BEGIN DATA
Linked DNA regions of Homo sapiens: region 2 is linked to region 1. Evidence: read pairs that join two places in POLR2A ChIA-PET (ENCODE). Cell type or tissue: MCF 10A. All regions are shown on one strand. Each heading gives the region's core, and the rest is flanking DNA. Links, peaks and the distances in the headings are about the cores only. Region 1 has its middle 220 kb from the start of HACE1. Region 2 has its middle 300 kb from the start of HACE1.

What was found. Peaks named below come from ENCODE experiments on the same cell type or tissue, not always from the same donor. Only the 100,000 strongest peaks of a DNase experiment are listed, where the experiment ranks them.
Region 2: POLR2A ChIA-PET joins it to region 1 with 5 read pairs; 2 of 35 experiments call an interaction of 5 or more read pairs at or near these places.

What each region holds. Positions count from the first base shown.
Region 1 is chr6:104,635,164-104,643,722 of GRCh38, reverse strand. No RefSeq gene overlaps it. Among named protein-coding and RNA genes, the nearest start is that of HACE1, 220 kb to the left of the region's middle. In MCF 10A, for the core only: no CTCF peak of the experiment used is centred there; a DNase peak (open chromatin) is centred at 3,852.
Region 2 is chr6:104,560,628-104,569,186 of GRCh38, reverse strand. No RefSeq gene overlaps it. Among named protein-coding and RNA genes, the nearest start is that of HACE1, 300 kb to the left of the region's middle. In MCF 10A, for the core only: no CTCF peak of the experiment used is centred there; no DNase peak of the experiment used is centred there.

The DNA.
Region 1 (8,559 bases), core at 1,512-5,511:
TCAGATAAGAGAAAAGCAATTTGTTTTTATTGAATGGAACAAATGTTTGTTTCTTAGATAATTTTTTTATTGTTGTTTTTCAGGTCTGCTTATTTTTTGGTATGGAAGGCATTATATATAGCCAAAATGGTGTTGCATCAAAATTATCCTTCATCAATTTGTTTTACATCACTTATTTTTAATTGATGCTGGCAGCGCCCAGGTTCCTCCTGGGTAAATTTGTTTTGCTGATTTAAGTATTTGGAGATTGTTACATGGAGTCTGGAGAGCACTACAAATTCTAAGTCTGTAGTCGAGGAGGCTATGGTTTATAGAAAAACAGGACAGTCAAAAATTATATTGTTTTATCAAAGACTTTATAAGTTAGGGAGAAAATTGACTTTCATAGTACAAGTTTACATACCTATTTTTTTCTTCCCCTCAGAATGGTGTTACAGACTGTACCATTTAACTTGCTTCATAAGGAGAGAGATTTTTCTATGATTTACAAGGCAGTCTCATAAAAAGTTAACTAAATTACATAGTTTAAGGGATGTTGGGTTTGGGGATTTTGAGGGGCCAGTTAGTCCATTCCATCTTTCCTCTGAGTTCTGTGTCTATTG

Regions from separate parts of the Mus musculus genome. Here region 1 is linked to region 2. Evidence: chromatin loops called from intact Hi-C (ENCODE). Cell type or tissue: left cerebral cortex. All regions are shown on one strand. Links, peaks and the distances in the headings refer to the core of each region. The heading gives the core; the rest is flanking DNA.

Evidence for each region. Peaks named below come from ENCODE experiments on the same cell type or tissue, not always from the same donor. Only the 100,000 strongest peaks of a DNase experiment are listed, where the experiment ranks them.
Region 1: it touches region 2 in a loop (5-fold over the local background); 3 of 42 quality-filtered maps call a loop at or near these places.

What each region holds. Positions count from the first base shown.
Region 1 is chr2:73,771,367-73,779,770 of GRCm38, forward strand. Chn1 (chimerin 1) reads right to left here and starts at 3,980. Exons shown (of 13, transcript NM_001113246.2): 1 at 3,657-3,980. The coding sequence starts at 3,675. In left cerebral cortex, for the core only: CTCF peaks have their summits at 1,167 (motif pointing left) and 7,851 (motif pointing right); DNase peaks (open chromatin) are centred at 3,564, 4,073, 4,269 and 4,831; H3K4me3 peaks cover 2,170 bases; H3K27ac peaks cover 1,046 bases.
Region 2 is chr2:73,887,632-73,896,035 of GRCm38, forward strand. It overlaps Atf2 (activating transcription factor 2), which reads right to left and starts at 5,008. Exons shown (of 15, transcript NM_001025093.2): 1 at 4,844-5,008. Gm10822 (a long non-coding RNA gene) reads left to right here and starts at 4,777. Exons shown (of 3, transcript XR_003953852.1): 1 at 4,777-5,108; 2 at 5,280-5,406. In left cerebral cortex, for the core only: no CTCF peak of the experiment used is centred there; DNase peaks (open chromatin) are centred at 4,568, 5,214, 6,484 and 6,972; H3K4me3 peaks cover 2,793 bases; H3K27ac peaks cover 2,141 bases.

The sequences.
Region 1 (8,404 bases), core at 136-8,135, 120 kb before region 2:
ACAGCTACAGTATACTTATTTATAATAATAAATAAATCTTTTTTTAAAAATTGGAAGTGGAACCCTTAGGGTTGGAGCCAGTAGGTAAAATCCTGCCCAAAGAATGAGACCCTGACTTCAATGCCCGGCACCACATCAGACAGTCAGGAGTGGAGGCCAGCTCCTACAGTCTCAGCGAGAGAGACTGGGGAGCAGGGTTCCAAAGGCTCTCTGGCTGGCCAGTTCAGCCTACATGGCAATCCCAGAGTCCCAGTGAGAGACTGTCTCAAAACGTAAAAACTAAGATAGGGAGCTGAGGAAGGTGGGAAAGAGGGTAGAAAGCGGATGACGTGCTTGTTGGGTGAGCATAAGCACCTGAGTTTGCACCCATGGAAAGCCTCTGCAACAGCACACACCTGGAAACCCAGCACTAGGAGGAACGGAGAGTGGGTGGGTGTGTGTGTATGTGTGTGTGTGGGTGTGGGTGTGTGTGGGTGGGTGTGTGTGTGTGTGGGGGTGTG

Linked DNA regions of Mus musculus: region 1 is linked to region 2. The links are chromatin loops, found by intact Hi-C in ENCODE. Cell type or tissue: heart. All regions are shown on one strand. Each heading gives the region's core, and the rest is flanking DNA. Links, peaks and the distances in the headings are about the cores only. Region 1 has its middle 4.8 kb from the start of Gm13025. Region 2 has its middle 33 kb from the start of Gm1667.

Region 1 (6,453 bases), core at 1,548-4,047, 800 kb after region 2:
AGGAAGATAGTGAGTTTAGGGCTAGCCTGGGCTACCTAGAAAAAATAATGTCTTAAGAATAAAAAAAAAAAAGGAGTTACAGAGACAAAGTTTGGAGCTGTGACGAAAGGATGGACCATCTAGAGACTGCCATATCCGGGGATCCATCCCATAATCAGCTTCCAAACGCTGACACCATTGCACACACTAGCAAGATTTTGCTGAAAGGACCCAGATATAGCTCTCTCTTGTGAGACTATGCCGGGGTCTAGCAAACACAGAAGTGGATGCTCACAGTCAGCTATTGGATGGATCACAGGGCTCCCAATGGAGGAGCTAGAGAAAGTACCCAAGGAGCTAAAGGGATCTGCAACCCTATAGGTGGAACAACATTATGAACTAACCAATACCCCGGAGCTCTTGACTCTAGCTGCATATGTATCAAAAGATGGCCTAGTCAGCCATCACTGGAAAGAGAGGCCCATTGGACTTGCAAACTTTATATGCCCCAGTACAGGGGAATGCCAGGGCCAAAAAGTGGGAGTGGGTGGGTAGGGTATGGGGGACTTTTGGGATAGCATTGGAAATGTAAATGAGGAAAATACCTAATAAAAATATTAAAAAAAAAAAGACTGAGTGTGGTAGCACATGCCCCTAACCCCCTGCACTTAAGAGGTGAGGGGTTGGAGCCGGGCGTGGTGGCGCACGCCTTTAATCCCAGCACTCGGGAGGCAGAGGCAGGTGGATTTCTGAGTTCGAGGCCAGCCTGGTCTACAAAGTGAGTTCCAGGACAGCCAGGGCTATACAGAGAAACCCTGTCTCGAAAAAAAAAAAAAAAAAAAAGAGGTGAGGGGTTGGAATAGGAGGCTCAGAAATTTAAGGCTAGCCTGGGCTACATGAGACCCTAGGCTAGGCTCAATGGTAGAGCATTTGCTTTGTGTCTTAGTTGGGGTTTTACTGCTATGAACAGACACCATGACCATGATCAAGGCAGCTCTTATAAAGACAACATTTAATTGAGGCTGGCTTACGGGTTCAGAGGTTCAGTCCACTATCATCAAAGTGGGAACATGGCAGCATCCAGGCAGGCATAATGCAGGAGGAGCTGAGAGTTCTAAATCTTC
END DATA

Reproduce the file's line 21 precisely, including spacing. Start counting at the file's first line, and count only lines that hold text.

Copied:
AGGAAGATAGTGAGTTTAGGGCTAGCCTGGGCTACCTAGAAAAAATAATGTCTTAAGAATAAAAAAAAAAAAGGAGTTACAGAGACAAAGTTTGGAGCTGTGACGAAAGGATGGACCATCTAGAGACTGCCATATCCGGGGATCCATCCCATAATCAGCTTCCAAACGCTGACACCATTGCACACACTAGCAAGATTTTGCTGAAAGGACCCAGATATAGCTCTCTCTTGTGAGACTATGCCGGGGTCTAGCAAACACAGAAGTGGATGCTCACAGTCAGCTATTGGATGGATCACAGGGCTCCCAATGGAGGAGCTAGAGAAAGTACCCAAGGAGCTAAAGGGATCTGCAACCCTATAGGTGGAACAACATTATGAACTAACCAATACCCCGGAGCTCTTGACTCTAGCTGCATATGTATCAAAAGATGGCCTAGTCAGCCATCACTGGAAAGAGAGGCCCATTGGACTTGCAAACTTTATATGCCCCAGTACAGGGGAATGCCAGGGCCAAAAAGTGGGAGTGGGTGGGTAGGGTATGGGGGACTTTTGGGATAGCATTGGAAATGTAAATGAGGAAAATACCTAATAAAAATATTAAAAAAAAAAAGACTGAGTGTGGTAGCACATGCCCCTAACCCCCTGCACTTAAGAGGTGAGGGGTTGGAGCCGGGCGTGGTGGCGCACGCCTTTAATCCCAGCACTCGGGAGGCAGAGGCAGGTGGATTTCTGAGTTCGAGGCCAGCCTGGTCTACAAAGTGAGTTCCAGGACAGCCAGGGCTATACAGAGAAACCCTGTCTCGAAAAAAAAAAAAAAAAAAAAGAGGTGAGGGGTTGGAATAGGAGGCTCAGAAATTTAAGGCTAGCCTGGGCTACATGAGACCCTAGGCTAGGCTCAATGGTAGAGCATTTGCTTTGTGTCTTAGTTGGGGTTTTACTGCTATGAACAGACACCATGACCATGATCAAGGCAGCTCTTATAAAGACAACATTTAATTGAGGCTGGCTTACGGGTTCAGAGGTTCAGTCCACTATCATCAAAGTGGGAACATGGCAGCATCCAGGCAGGCATAATGCAGGAGGAGCTGAGAGTTCTAAATCTTC